Drosophila flies were grown at 18, 25, and 30°C. No eGFP expression was visually observed at 18°C, while at 25°C, eGFP fluorescence was detected in almost all tissue types. Fluorescence in flies incubated at 30°C was very bright, however, a strong decrease in viability and fertility was observed. For further experiments, eGFP/+; tubGal4/tubGal80ts flies were grown at 18°C; adult flies were then incubated for different periods of time at 30°C for inactivation of GAL80ts and activation of GAL4 (Fig. 2b).

Regulation of the eGFP reporter gene transcription using the GAL4+GAL80ts and GeneSwitch systems. To analyze the profile of eGFP expression activation, the amounts of eGFP mRNA were measured in adult flies containing the eGFP reporter gene and the GeneSwitch or GAL4+GAL80ts sources. When using the GAL4+GAL80ts system, eGFP/+; tubGal4/tubGal80ts (experiment), eGFP/+; tubGal4/+ (positive control, contains only Gal4), and eGFP/+; tubGal80ts/+ (negative control, no Gal4) flies were grown at 18°C; 1- to 2-day-old adult flies were then incubated at 30°C for different times. mRNA was isolated from the flies before treatment and after incubation for 1, 3, and 24 h at high temperature (Fig. 2c). To determine the established level of eGFP expression at different temperatures, eGFP/+; tubGal4/tubGal80ts flies were grown at 18, 25, and 30°C during the entire period of development, and then mRNA was isolated from 1-2-day-old adults. Incubation at 30°C resulted in high lethality; however, some flies survived and were used for analysis (Fig. 2e).

When using the GeneSwitch system, mRNA was isolated from the eGFP/+; pAct(GS)/+ flies before and 1, 3, 8, 24 h after feeding (during 1 h) with the RU486-containing yeast paste. eGFP/+ flies (without GeneSwitch or Gal4) were used as a negative control (Fig. 2c).

Quantitative PCR. RNA from adult flies was isolated using Trizol reagent according to a standard protocol and treated with DNase (Thermo Fisher Scientific, USA) to eliminate the traces of DNA. Reverse transcription was performed using random hexanucleotides (Silex, Russia) and MINT reverse transcriptase (Eurogene, Russia). Relative quantities (ΔCq) of eGFP mRNA were estimated by real-time PCR with a DT-96 amplifier (DNA Technology, Russia); obtained mRNA values were normalized to the Rpl32 gene mRNA amount. The Rpl32 gene encodes one of the ribosomal proteins and is characterized by high and stable expression levels in the majority of tissues and at all developmental stages (gene profile in the FlyBase database (http://flybase.org); our data). The relative amounts of eGFP mRNA were measured using the RealTime_PCR software from the amplifier manufacturer.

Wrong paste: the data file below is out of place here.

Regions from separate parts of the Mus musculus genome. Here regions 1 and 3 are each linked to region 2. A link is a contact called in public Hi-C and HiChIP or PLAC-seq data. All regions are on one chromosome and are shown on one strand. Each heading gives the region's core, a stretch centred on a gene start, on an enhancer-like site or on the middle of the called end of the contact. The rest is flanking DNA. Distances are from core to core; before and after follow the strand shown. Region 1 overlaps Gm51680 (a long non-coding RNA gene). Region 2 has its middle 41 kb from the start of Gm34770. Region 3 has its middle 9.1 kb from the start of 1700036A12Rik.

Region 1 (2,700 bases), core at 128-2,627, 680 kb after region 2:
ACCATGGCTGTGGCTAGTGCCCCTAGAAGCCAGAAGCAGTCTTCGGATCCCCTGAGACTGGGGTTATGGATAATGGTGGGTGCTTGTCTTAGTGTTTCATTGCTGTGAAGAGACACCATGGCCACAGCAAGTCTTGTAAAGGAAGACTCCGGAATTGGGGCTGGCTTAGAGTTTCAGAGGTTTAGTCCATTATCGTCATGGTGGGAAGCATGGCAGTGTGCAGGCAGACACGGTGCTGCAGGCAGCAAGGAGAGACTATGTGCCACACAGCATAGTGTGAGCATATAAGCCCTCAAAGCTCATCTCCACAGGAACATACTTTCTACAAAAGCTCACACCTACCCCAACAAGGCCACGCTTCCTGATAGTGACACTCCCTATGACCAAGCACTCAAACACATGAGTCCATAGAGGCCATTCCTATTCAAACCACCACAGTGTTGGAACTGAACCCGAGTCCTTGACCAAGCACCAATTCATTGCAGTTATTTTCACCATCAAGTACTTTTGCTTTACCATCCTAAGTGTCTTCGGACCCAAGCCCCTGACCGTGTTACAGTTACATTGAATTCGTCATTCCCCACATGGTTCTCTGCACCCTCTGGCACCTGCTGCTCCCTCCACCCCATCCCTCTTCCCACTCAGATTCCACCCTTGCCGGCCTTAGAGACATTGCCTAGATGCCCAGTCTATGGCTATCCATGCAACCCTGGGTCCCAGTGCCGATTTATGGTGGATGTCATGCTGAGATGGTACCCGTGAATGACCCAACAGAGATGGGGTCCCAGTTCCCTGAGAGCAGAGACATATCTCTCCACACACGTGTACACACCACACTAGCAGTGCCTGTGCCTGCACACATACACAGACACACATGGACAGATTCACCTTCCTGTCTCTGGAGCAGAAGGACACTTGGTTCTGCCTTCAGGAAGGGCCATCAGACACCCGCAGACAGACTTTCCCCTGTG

The sequences of used primers are below (8.25 pmol of each primer per standard 30-µl PCR reaction):

for Rpl32 gene:

for eGFP gene:

Amplification protocol included denaturation for 5 min at 95°C; 45 cycles of amplification (15 s at 94°C, 10 s at 64°C, 10 s at 72°C); final elongation of PCR products for 5 min at 72°C before reading of the melting curves. Amplification was carried out using Hot Start Taq DNA polymerase and PCR buffer (SibEnzyme, Russia) in the presence of intercalating fluorescent dye SYTO13 (Thermo Fisher Scientific). The presented values are the result of at least three independent experiments.

Microscopy. The images of eGFP fluorescence were obtained on Leica MZ6 binocular microscope (Leica Microsystems, Germany) equipped with a Leica DC300 camera. Fluorescence was excited at 450 nm (blue LED Luxeon Royal Blue 3W); the filter cut-off was <500 nm.


Trans-inactivation of the reporter constructions by the In(2)A4 inversion. As it was shown earlier [11], chromosomal rearrangement In(2)A4 causes trans-inactivation of the reporter genes located on the homologous non-rearranged chromosome (Fig. 1b). Taking into account the trans-inactivation distribution data, we chose the Ret gene genomic region as the place where the inserted reporter gene would be repressed with a high probability. The Ret gene is the closest to the breakpoint in In(2)A4; the fly stock 43099 (Bloomington) contains the MiMIC insertion within the first exon of the Ret at a distance of 14 kb from the breakpoint. The Ret encodes cadherin superfamily protein and is expressed at a low level and mainly in the nervous system. Insertion of a reporter gene in the Ret is not lethal, the resulting homozygous flies are viable.

The reporter genes eneye-mini-white (contains the mini-white gene under the control of the eye-specific enhancer) and mini-white (no additional regulatory elements) were inserted into the Ret gene by specific integration with the MiMIC element in the fly stock 43099. Analysis of the trans-effect of the In(2)A4 chromosomal rearrangement on the resulting constructions showed that the mini-white reporter gene is strongly inactivated, while the presence of the eye-specific enhancer prevents repression (Fig. 1c). Hence, the In(2)A4 causes the trans- acting position effect of the reporter genes inserted into the Ret region in the non-rearranged chromosome. At the same time, active expression of the mini-white gene triggered by the eye-specific enhancer prevents trans-inactivation.